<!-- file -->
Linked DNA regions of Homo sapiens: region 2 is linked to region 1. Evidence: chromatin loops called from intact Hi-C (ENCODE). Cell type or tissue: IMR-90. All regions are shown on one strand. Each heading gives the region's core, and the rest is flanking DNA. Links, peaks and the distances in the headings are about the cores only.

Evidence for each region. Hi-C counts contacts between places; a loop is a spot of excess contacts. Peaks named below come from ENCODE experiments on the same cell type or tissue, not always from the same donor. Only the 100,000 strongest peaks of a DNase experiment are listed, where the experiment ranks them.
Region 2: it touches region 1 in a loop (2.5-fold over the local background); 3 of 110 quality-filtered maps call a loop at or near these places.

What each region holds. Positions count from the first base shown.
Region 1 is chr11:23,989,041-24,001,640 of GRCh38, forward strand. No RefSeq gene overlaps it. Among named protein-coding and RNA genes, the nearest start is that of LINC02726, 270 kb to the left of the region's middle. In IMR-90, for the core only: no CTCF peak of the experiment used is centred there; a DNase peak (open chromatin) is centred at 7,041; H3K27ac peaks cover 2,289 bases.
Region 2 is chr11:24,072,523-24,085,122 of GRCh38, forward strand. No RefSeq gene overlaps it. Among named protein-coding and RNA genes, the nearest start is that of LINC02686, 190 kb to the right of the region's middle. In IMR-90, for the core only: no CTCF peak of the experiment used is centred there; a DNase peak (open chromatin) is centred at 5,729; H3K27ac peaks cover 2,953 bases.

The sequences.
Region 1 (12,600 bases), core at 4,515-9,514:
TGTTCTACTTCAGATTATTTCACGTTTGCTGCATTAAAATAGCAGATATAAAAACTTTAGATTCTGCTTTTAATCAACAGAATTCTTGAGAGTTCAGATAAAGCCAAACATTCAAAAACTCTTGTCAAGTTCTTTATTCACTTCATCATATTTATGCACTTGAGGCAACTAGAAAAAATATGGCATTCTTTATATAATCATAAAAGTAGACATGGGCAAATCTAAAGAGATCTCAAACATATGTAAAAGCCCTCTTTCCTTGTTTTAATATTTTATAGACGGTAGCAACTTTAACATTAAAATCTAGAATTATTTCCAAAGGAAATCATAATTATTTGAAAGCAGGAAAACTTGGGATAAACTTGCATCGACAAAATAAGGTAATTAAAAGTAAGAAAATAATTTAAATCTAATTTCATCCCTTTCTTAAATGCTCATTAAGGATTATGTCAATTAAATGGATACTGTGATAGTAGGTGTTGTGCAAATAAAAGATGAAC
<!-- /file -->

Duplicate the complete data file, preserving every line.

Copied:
Linked DNA regions of Homo sapiens: region 2 is linked to region 1. Evidence: chromatin loops called from intact Hi-C (ENCODE). Cell type or tissue: IMR-90. All regions are shown on one strand. Each heading gives the region's core, and the rest is flanking DNA. Links, peaks and the distances in the headings are about the cores only.

Evidence for each region. Hi-C counts contacts between places; a loop is a spot of excess contacts. Peaks named below come from ENCODE experiments on the same cell type or tissue, not always from the same donor. Only the 100,000 strongest peaks of a DNase experiment are listed, where the experiment ranks them.
Region 2: it touches region 1 in a loop (2.5-fold over the local background); 3 of 110 quality-filtered maps call a loop at or near these places.

What each region holds. Positions count from the first base shown.
Region 1 is chr11:23,989,041-24,001,640 of GRCh38, forward strand. No RefSeq gene overlaps it. Among named protein-coding and RNA genes, the nearest start is that of LINC02726, 270 kb to the left of the region's middle. In IMR-90, for the core only: no CTCF peak of the experiment used is centred there; a DNase peak (open chromatin) is centred at 7,041; H3K27ac peaks cover 2,289 bases.
Region 2 is chr11:24,072,523-24,085,122 of GRCh38, forward strand. No RefSeq gene overlaps it. Among named protein-coding and RNA genes, the nearest start is that of LINC02686, 190 kb to the right of the region's middle. In IMR-90, for the core only: no CTCF peak of the experiment used is centred there; a DNase peak (open chromatin) is centred at 5,729; H3K27ac peaks cover 2,953 bases.

The sequences.
Region 1 (12,600 bases), core at 4,515-9,514:
TGTTCTACTTCAGATTATTTCACGTTTGCTGCATTAAAATAGCAGATATAAAAACTTTAGATTCTGCTTTTAATCAACAGAATTCTTGAGAGTTCAGATAAAGCCAAACATTCAAAAACTCTTGTCAAGTTCTTTATTCACTTCATCATATTTATGCACTTGAGGCAACTAGAAAAAATATGGCATTCTTTATATAATCATAAAAGTAGACATGGGCAAATCTAAAGAGATCTCAAACATATGTAAAAGCCCTCTTTCCTTGTTTTAATATTTTATAGACGGTAGCAACTTTAACATTAAAATCTAGAATTATTTCCAAAGGAAATCATAATTATTTGAAAGCAGGAAAACTTGGGATAAACTTGCATCGACAAAATAAGGTAATTAAAAGTAAGAAAATAATTTAAATCTAATTTCATCCCTTTCTTAAATGCTCATTAAGGATTATGTCAATTAAATGGATACTGTGATAGTAGGTGTTGTGCAAATAAAAGATGAAC